**Ph.D. THESES**

DEVELOPMENT OF CROP YIELD ESTIMATION METHODS BASED ON REMOTELY SENSED DATA

Bognár Péter

Ph.D. School of Earth Sciences

Head of Ph.D. School: Prof. Dr. Márton Péter

Ph.D. program of Cartography

Head of the Ph.D. program: Prof . Dr. Klinghammer István

Project Leader: Prof. Dr. Ferencz Csaba

Department of Geophysics,

Eötvös University

Budapest

2004

** ****INTRODUCTION AND EXPECTATIONS**

Administering a modern society requires the continuous monitoring of areas of economy of vital importance with scientific accuracy. One such area is the area of combined natural and social resources. Among these food production has a key role, the basic part of monitoring this area is to know what the agricultural crops yield is. It is essential that authentic data about these yields could reach the administration as soon as possible. Almost all countries with notable agricultural production have developed their yield forecasting system mainly based on plot level observations and the producers' own yield reports. However, this system - hereafter called "traditional"- requires considerable human and financial resources.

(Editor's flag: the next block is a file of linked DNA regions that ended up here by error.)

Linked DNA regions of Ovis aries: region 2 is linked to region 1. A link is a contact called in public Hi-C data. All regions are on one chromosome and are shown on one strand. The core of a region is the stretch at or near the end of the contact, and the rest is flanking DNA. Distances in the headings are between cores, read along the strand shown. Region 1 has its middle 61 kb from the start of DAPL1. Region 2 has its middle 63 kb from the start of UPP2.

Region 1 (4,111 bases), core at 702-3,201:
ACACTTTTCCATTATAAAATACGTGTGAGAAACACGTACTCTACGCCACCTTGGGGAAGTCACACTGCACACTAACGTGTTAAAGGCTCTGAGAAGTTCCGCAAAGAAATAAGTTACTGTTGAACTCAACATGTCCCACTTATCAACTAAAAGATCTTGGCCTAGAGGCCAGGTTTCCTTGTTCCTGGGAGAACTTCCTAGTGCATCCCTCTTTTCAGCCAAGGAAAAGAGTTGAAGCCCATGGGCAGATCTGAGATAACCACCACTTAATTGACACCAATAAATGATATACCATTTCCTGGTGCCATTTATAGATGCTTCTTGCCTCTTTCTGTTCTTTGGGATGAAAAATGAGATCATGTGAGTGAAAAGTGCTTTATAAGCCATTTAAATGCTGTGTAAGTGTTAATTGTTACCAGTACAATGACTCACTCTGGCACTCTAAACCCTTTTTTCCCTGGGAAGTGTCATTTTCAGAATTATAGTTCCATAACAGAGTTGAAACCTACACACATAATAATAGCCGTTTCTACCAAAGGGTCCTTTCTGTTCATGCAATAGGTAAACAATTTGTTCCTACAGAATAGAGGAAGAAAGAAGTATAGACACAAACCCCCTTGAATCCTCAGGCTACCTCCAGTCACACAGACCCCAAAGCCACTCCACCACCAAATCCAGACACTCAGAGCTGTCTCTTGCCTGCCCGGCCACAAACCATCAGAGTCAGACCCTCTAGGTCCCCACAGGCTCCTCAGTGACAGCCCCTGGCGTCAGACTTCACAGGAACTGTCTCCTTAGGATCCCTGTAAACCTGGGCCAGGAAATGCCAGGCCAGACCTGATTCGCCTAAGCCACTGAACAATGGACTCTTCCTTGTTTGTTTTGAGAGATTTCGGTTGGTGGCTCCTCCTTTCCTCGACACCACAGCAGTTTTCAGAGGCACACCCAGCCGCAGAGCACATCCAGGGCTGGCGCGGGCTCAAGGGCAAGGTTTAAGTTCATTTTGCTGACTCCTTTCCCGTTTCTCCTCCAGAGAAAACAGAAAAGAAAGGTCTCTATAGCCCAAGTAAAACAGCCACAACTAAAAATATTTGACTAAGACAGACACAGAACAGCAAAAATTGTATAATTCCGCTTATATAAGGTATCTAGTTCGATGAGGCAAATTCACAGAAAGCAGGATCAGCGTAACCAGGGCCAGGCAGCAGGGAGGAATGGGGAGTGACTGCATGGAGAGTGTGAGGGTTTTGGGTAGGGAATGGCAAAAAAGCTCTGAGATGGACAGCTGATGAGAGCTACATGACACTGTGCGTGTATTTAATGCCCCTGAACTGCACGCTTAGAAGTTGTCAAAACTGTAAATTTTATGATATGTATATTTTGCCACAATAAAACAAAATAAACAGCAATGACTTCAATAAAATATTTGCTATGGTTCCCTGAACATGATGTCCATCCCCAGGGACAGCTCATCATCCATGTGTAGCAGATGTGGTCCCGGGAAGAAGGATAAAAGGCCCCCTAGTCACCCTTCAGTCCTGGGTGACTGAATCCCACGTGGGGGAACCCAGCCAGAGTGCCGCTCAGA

The national level monitoring of Hungary's main crops is becoming less and less reliable with the methods based on producer reports. Reporting and assembling the yield data after the harvest takes a long time. With the spreading of private farms and constant changes in individual plot sizes the reliability of the data supplied has indeed decreased, and no improvement in this can be expected in the near future. This makes it important to development an independent yield forecasting system on a national level based on satellite data.

Presently there are several different satellite systems that can provide regular coverage of the Earth's surface. These can supply us regularly with remotely sensed data of the whole area of the country. With the help of these data, not only the spatial distribution of the crops can be determined and their status in the growing period can be monitored, but they also give an opportunity to develop yield-forecasting methods. To estimate the overall yield one has to guess both the cultivated area and the average yield. The spatial separation of the different types of crops based on satellite data can be considered a problem already solved. However, the problem of estimating yields is in an experimental stage everywhere in the world, and although much energy is spent on the experiments of global yield forecast development, at present we do not know of any operative methods based on satellite data that could tell the yield for every kind of areas, terrains and crops year independent down to even plot level with auxiliary terrestrial data supply or without it.